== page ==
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Say, where shall's lay bim? Gui. By good Euriphile, our mother. Art.
We'll speak it then. Bel. Great griefs, I see, medicine the less: for
Cloten Is quite forgot. He was a queen's son, boys : And, though he came our enemy, remember, He was paid* for that: Though mean and mighty,
rotting Together, have one dust; yet reverence (That angel of the world) doth make distinction Of place 'tween high and low. Our foe was princely ; And though you took his life, as being our foe, Yet bury him as a prince. Gui.
Pray you, fetch him bither. Thersites' body is as good as Ajax, When neither are alive. Aru.
If you'll go fetch him, We'll say our song the whilst.-Brother, begin,
[Erit Belarius. Gui. Nay, Cadwal, we must lay his head to the
east; My father hath a reason for't. Aro.
'Tis true. Gui. Come on then, and remove him. Aro.
Gui. Fear no more the heat o'the sun,
Nor the furious winter's rages;
Home art gone, and ta'en thy wages :
Thou art past the tyrant's stroke ;
To thee the reed is as the oak:'
Consignt to thee, and come to dust.
And renowned be thy gravet!
Re-enter Belarius, with the body of Cloten. Gui. We have done our obsequies : Come, lay him
down. Bel. Here's a few flowers; but about midnight,
See W. Collins's song at the end of the Play.
The herbs, that have on them cold dew o'the night,
[Exeunt Belarius, Guiderius, and Arviragus. Imo. (Awaking.] Yes, sir, to Milford- Haven ;
Which is the way? I thank you. By yon bush?--Pray, how far thither? 'Ods pittikins !-can it be six miles yet? I have gone all night:'Faith, I'll lie down and
sleep. But, soft! no bedfellow:-0, gods and goddesses !
(Seeing the body.
• This diminutive adjuration is derived from God's my pity.
1 An arrow. A face like Jove's.
Conspir’d with that irregulous* devil, Cloten,
that? Pisanio might have kill'd thee at the heart, And left this head on.--How should this be? Pisa
nio? "Tis he, and Cloten: malice and lucre in them Have laid this woe here. O, 'tis pregnant, pregnantt! The drug he gave me, which, he said, was precious And cordial to me, have I not found it Murd'rous to the senses? That confirms it home: This is Pisanio's deed, and Cloten's: 01Give colour to my pale cheek with thy blood, That we the horrider may seem to those Which chance to find us; O, my lord, my lord!
Enter Lucius, a Captain and other Officers, and a
Soothsayer. Cap. To them the legions garrison'd in Gallia, After your will, have cross'd the sea; attending You here at Milford-Haven, with your ships : They are here in readines. Luc.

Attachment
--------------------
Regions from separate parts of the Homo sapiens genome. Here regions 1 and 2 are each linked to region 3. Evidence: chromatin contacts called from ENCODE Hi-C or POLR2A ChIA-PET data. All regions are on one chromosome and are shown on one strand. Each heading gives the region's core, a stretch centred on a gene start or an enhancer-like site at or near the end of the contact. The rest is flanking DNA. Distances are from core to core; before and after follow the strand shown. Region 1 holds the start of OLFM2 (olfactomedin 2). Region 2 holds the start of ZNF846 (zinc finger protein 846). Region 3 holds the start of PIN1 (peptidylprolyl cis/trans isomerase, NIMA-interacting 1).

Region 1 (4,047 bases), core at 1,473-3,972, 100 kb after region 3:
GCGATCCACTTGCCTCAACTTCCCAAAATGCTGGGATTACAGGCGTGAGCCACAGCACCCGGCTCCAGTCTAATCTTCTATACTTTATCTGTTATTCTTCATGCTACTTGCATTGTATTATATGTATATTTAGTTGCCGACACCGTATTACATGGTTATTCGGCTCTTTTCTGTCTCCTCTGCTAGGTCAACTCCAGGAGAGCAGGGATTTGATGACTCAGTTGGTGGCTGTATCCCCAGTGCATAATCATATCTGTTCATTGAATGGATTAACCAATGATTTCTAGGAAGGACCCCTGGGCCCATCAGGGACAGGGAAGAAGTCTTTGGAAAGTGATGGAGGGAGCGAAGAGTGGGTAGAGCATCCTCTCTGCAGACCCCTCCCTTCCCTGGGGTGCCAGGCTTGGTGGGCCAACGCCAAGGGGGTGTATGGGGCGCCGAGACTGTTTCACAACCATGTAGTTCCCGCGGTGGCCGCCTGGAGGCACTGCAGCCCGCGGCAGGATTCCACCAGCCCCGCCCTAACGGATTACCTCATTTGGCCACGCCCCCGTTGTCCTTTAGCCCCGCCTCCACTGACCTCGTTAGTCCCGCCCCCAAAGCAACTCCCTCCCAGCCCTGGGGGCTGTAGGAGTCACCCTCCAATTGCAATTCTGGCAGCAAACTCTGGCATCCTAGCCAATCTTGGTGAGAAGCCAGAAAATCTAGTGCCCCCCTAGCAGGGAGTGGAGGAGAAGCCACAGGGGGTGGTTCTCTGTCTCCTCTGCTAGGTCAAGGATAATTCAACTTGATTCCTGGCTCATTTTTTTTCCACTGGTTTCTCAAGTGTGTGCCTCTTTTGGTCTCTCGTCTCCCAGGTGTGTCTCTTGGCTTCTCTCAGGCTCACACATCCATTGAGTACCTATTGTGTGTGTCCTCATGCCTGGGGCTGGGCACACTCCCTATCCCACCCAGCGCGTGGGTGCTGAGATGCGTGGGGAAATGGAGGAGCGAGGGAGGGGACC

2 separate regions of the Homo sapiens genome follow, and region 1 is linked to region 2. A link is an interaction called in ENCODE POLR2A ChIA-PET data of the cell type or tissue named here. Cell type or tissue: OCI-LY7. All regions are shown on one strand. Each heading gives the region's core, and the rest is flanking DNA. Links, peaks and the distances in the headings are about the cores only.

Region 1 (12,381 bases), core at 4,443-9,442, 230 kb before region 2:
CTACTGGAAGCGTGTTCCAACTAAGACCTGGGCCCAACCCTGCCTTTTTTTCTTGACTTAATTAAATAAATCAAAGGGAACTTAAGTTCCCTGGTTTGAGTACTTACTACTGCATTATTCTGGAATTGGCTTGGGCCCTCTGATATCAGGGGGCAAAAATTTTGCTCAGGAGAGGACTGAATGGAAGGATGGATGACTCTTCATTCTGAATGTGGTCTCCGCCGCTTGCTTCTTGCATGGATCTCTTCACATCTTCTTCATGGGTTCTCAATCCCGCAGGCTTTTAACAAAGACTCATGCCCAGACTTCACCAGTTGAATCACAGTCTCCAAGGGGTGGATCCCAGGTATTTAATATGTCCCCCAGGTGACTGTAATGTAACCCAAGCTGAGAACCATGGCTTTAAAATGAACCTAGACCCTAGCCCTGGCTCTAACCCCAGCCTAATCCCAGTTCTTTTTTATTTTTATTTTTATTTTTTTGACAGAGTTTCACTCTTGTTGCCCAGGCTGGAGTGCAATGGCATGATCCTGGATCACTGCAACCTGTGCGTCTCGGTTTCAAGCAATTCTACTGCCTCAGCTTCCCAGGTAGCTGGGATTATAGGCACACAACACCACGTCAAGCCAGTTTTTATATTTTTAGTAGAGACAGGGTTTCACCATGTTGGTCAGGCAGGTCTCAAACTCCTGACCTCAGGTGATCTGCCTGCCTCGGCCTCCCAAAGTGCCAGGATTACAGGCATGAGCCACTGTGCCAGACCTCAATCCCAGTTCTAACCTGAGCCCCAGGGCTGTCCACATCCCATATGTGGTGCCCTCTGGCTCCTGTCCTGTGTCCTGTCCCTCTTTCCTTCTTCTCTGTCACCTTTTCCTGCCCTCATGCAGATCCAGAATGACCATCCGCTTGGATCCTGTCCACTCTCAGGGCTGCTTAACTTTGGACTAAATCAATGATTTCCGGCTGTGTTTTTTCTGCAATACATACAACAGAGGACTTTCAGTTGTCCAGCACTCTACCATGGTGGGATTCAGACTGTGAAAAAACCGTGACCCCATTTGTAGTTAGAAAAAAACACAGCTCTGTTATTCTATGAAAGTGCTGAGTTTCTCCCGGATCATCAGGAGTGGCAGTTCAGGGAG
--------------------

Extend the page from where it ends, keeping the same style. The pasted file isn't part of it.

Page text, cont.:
But what from Rome?
When expect you them?
• Lawless, licentious.
Makes our hopes fair. Command, our present numbers Be muster'd; bid the captains look to't. Now, sir, What have you dream'd, of late, of this war's pur.
pose ? Sooth. Last night the very gods show'd me a
vision : (I fast, and pray'd, for their intelligence,) Thus:I saw Jove's bird, the Roman eagle, wing'd From the spongy south to this part of the west, There vanish'd in the sunbeams: which portends (Unless my sins abuse my divination), Success to the Roman host. Luc.
Dream often so, And never false.Soft, ho! what trunk is here, Without his top? The ruin speaks, that sometime It was a worthy building.--How! a page! Or dead, or sleeping on him? But dead, rather : For uature doth abhor to make his bed With the defunct, or sleep upon the dead. Let's see the boy's face. Cap.
He is alive, my lord. Luc. He'll then instruct us of this body. Young
one, Inform us of thy fortunes; for, it seems. They crave to be demanded: Who is this, Thou mak'st thy bloody pillow? Or who he, That, otherwise than noble nature did, Hath alter'd that good picture? What's thy interest In this sad wreck? How came it? Who is it? What art thou?
Imo. I am nothing: or if not, Nothing to be were better. This was my master, A very valiant Briton, and a good, That here by mountaineers lies slain :-Alas! There are no more such masters: I may wander From east to occidente, cry out for service, Try many, all good, serve truly, never Find such another master.
• The west.